Tamanini F, Kirkpatrick LL, Schonkeren J, et al., 2000, The fragile X-related proteins FXR1P and FXR2P contain a functional nucleolar-targeting signal equivalent to the HIV-1 regulatory proteins, HUMAN MOLECULAR GENETICS, Vol: 9, Pages: 1487-1493, ISSN: 0964-6906
Yagita K, Yamaguchi S, Tamanini F, et al., 2000, Dimerization and nuclear entry of mPER proteins in mammalian cells, GENES & DEVELOPMENT, Vol: 14, Pages: 1353-1363, ISSN: 0890-9369
Tamanini F, van Unen L, Bakker C, et al., 1999, Oligomerization properties of fragile-X mental-retardation protein (FMRP) and the fragile-X-related proteins FXR1P and FXR2P, BIOCHEMICAL JOURNAL, Vol: 343, Pages: 517-523, ISSN: 0264-6021
Tamanini F, Bontekoe C, Bakker CE, et al., 1999, Different targets for the fragile X-related proteins revealed by their distinct nuclear localizations, HUMAN MOLECULAR GENETICS, Vol: 8, Pages: 863-869, ISSN: 0964-6906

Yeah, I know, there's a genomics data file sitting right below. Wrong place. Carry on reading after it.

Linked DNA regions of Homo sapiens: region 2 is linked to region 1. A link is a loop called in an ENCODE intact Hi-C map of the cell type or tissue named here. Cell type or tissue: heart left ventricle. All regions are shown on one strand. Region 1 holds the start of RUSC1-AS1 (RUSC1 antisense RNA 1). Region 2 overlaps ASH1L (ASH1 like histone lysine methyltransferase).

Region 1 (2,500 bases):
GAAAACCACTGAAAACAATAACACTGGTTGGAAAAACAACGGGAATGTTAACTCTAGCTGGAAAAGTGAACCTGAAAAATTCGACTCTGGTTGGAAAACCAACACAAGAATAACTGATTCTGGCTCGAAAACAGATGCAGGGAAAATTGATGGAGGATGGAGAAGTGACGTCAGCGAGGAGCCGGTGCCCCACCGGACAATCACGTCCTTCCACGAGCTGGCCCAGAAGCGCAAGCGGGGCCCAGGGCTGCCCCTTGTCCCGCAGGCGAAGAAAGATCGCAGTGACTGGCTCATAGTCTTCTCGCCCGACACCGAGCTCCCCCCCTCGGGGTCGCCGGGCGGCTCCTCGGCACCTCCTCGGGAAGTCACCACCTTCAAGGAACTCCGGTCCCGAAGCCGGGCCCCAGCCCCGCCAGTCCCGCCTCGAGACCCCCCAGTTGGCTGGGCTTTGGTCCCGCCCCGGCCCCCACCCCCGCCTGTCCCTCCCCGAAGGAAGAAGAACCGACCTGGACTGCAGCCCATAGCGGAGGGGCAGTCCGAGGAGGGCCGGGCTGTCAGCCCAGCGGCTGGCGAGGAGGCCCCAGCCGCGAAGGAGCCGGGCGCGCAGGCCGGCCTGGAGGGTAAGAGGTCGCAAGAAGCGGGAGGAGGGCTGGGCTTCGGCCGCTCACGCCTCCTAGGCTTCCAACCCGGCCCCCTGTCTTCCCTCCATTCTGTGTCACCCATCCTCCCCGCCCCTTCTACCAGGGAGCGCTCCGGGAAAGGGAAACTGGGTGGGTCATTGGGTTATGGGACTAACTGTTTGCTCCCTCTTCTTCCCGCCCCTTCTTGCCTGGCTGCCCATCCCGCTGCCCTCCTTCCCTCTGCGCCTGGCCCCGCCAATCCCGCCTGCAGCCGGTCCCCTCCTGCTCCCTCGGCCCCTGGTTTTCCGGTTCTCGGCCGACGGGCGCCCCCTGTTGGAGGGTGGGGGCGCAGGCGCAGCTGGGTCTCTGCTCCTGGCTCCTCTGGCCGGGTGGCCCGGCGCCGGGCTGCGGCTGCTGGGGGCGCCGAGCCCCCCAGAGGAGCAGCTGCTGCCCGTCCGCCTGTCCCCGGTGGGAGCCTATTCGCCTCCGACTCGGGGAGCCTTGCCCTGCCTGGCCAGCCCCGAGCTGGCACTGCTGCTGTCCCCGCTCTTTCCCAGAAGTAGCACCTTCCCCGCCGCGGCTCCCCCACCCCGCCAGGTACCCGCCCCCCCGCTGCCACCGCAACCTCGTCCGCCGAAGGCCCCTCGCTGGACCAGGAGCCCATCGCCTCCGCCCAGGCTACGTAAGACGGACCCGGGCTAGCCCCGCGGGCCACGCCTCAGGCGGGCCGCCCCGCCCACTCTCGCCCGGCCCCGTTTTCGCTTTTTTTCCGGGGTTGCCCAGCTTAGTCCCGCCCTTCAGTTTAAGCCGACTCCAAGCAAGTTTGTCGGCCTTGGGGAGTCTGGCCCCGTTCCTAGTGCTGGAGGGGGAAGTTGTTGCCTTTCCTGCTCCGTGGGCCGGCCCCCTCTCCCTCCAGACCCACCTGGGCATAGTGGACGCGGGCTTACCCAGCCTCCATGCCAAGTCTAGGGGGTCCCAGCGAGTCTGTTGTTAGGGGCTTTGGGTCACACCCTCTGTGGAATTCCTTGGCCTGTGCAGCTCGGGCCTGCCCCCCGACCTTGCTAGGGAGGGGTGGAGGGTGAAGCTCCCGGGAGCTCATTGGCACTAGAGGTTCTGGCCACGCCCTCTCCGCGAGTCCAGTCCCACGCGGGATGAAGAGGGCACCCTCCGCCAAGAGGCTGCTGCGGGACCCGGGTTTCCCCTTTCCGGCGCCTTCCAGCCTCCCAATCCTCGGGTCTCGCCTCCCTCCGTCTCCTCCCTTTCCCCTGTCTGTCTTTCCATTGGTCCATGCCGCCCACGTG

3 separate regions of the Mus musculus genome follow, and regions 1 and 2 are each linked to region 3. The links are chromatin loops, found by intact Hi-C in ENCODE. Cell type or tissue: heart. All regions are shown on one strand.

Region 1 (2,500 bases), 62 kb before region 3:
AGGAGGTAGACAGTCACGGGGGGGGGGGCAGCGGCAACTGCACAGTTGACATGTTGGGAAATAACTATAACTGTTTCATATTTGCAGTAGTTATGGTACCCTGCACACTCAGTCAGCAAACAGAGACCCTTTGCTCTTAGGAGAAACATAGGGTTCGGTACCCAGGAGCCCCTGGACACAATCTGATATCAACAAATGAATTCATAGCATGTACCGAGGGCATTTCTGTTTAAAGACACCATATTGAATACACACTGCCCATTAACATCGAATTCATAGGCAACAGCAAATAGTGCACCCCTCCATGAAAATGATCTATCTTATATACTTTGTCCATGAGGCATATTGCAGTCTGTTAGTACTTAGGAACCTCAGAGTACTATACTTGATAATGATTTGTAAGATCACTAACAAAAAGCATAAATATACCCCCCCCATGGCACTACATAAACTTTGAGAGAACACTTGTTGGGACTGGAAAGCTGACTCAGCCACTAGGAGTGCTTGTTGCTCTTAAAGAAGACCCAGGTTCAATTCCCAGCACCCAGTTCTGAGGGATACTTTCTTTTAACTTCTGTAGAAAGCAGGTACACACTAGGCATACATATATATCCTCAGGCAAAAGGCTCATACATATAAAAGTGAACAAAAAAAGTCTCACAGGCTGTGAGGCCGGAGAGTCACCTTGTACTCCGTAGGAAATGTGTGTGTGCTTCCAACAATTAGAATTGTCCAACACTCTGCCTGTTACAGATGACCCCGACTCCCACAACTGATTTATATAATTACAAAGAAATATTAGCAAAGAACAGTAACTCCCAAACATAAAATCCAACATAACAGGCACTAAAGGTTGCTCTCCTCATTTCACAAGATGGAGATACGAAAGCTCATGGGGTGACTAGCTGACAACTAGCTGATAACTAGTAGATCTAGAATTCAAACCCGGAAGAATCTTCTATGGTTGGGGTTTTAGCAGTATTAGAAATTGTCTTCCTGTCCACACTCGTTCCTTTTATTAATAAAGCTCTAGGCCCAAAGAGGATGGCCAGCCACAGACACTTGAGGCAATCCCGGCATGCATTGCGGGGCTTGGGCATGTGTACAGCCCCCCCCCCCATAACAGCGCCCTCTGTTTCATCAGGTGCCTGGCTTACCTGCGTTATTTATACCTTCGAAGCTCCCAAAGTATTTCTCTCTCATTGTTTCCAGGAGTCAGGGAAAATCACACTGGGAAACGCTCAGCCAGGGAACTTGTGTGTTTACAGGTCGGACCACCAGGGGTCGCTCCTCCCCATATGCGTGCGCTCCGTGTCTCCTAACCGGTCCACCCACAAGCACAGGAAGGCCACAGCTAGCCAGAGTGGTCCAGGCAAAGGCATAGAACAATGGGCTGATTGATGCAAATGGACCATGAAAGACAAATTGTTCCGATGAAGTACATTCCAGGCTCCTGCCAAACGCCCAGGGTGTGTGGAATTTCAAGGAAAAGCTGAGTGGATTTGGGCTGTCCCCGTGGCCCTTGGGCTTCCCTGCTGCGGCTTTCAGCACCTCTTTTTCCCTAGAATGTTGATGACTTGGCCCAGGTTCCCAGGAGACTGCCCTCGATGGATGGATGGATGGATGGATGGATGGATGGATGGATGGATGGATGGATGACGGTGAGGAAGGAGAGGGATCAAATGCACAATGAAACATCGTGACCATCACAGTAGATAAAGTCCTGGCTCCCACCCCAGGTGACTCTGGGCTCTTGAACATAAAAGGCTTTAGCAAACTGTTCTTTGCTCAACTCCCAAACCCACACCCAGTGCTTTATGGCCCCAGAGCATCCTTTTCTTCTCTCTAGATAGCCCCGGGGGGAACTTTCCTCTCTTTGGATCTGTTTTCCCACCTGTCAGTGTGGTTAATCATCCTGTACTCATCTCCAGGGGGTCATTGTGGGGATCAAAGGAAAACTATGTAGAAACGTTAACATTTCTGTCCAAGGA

D'Adamo P, Menegon A, Lo Nigro C, et al., 1998, Mutations in GDI1 are responsible for X-linked non-specific mental retardation, NATURE GENETICS, Vol: 19, Pages: 134-139, ISSN: 1061-4036
Sacchi N, Tamanini F, Willemsen R, et al., 1998, Subcellular localization of the oncoprotein MTG8 (CDR/ETO) in neural cells, ONCOGENE, Vol: 16, Pages: 2609-2615, ISSN: 0950-9232
Tamanini F, Willemsen R, vanUnen L, et al., 1997, Differential expression of FMR1, FXR1 and FXR2 proteins in human brain and testis, HUMAN MOLECULAR GENETICS, Vol: 6, Pages: 1315-1322, ISSN: 0964-6906
Willemsen R, Bontekoe C, Tamanini F, et al., 1996, Association of FMRP with ribosomal precursor particles in the nucleolus, BIOCHEMICAL AND BIOPHYSICAL RESEARCH COMMUNICATIONS, Vol: 225, Pages: 27-33, ISSN: 0006-291X
Maestrini E, Tamagnone L, Longati P, et al., 1996, A family of transmembrane proteins with homology to the MET-hepatocyte growth factor receptor, PROCEEDINGS OF THE NATIONAL ACADEMY OF SCIENCES OF THE UNITED STATES OF AMERICA, Vol: 93, Pages: 674-678, ISSN: 0027-8424
RIVELLA S, TAMANINI F, BIONE S, et al., 1995, A COMPARATIVE TRANSCRIPTIONAL MAP OF A REGION OF 250 KB ON THE HUMAN AND MOUSE X-CHROMOSOME BETWEEN THE G6PD AND THE FLN1 GENES, GENOMICS, Vol: 28, Pages: 377-382, ISSN: 0888-7543